The shadows over the global economy darkened this month as the eurozone’s private sector contracted, US manufacturing growth slowed and China’s once-booming factories faltered, surveys showed on Thursday.
In Europe, a downturn that started in smaller states on the eurozone’s periphery is now taking root in the core countries of Germany and France, where tepid growth had been the main ballast of support for the euro area economy.
“We are very much in a period of weakening global growth. It doesn’t quite feel like 2008 yet but the danger is we could get there quicker than we think,” said Peter Dixon at Commerzbank.
The eurozone composite PMI, comprising the services and manufacturing sectors, fell to 45.9 from April’s 46.7, its lowest reading since June 2009 and its ninth month below the 50-mark that divides growth from contraction.
Financial information firm Markit’s “flash” US manufacturing Purchasing Managers Index slipped to 53.9 in May from 56.0, with slower export sales sapping momentum.
Markit, which also compiles the eurozone PMIs, released its US index for the first time on Thursday but has been tracking data in the entire sector since late 2009. HSBC’s Flash China PMI, the earliest indicator of China’s industrial sector, retreated to 48.7 in May from a final reading of 49.3 in April. It marked the seventh straight month that the index has been below 50.
The figures signal that the sluggish economic conditions of the first quarter are set to continue throughout the first half of the year in China’s longest slowdown since the global financial crisis.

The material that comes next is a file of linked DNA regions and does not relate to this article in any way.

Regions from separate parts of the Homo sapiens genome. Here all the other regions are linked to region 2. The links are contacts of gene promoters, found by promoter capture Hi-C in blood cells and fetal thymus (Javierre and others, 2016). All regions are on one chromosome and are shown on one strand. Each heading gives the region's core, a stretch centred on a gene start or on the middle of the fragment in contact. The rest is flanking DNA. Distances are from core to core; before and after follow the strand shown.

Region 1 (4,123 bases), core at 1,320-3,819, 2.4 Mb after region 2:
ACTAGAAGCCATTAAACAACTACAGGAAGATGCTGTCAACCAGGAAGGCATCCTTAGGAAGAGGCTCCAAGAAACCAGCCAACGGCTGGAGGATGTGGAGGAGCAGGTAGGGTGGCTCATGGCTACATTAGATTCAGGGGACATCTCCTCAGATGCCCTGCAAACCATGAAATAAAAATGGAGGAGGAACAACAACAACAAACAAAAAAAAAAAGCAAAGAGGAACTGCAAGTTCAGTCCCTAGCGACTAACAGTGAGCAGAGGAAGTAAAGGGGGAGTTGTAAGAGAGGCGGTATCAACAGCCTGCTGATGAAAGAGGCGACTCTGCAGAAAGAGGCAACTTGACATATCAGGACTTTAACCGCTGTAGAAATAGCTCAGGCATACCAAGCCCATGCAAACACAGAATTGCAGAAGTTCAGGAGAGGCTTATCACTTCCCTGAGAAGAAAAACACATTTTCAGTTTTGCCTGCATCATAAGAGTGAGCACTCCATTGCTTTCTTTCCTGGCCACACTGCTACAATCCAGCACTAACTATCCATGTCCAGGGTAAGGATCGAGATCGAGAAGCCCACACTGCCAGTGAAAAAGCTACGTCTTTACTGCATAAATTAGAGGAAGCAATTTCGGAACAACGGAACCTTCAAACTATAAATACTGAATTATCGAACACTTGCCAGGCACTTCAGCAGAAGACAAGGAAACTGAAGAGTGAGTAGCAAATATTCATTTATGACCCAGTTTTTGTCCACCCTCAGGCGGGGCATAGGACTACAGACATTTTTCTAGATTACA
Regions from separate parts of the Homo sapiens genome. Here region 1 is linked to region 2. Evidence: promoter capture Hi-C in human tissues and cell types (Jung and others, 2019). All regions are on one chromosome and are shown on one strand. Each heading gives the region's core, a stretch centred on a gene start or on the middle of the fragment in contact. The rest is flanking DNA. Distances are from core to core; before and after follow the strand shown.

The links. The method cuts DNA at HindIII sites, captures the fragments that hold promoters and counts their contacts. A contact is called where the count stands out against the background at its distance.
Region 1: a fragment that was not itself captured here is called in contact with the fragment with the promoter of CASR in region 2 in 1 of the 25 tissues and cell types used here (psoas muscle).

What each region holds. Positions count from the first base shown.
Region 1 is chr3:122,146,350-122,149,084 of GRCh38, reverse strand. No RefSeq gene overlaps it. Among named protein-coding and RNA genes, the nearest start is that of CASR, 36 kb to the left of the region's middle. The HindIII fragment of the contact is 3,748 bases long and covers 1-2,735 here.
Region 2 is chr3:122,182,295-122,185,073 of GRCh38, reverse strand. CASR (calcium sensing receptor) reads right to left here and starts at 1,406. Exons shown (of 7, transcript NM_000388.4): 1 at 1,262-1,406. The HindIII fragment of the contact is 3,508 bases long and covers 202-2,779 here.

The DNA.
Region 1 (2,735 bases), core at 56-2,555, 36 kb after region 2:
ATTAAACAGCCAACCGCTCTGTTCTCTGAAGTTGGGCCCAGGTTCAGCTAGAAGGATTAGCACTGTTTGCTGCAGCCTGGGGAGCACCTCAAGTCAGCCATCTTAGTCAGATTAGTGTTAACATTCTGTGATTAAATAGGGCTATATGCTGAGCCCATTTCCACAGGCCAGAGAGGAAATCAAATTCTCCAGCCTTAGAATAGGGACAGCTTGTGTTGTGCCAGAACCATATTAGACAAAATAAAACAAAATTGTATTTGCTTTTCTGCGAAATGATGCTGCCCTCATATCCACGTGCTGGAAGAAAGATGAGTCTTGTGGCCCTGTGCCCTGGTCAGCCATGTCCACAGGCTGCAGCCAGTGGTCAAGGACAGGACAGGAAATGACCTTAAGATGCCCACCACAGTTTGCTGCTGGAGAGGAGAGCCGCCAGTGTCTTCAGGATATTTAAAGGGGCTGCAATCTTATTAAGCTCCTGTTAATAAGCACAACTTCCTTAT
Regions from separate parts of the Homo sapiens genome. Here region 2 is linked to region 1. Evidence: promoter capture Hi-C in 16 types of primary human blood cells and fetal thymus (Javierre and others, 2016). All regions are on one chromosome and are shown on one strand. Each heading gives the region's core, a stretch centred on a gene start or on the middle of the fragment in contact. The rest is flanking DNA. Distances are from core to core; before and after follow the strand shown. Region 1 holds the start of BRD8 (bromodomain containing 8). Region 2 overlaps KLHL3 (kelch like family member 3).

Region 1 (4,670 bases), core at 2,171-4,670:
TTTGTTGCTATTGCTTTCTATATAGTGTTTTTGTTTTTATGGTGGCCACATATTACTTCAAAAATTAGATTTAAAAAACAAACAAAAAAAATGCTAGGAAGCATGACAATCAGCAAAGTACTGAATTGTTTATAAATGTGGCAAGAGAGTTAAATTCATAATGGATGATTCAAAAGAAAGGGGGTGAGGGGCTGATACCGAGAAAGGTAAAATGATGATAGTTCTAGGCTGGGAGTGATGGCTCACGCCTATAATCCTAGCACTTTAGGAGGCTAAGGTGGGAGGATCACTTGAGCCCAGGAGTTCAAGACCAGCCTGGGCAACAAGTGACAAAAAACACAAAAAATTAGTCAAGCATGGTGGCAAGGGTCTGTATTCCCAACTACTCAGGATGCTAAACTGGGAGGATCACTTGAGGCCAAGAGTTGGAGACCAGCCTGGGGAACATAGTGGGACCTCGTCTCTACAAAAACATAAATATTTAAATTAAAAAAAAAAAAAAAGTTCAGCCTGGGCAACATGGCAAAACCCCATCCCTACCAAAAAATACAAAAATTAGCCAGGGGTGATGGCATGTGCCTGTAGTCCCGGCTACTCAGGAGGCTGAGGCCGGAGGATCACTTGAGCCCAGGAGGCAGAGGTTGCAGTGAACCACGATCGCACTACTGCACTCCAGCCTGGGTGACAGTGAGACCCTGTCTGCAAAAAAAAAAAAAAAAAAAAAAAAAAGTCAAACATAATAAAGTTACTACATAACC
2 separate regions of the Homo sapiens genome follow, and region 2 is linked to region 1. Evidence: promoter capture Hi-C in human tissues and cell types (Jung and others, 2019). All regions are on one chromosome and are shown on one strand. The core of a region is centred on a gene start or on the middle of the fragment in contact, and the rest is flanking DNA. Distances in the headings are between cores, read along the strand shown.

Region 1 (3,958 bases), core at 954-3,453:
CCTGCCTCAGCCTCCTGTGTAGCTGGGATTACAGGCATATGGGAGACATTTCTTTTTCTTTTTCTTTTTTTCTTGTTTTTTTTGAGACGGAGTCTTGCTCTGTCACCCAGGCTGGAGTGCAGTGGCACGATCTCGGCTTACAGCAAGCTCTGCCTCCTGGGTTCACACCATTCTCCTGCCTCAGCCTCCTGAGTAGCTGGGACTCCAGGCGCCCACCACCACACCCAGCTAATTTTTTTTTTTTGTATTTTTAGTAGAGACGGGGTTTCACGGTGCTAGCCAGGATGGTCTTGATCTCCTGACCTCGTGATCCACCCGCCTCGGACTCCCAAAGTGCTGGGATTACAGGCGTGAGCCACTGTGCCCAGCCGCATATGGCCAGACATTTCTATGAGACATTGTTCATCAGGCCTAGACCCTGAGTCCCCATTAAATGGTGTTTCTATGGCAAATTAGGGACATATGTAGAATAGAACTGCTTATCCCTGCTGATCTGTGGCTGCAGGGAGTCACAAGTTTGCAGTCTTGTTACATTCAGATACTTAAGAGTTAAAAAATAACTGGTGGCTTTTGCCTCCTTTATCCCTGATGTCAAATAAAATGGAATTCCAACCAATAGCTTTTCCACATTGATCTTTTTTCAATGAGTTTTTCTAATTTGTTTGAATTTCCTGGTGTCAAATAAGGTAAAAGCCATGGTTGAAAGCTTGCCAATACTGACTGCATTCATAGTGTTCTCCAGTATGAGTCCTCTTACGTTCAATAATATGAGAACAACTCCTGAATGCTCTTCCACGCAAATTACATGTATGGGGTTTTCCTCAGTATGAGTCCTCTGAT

The HSBC PMI has provided a contrast to the Chinese government’s official PMI, which includes more state-owned firms with better access to credit. The government PMI hit a 13-month high of 53.3 in April as exports ticked higher although domestic orders showed signs of weakness.
Manufacturing has been a bright spot for the US economy, with the Markit index showing the sector has expanded for 32 straight months. The US PMI index’s average reading in 2011 was 54.3. But as the pace of hiring across the economy has slowed in recent months, economists worry about whether demand will hold up this summer.
Separate data showed orders for long-lasting US durable goods rose less than expected as firms scaled back plans to add machinery and the military ordered fewer aircraft.
Meanwhile, first-time applications for US jobless benefits fell slightly in the latest week, the Labour Department said.
In Europe, even the core countries are running into trouble. The manufacturing sector in Germany contracted at a far greater pace than was expected, and its service sector saw minimal growth. In France, both sectors contracted faster than predicted by most economists.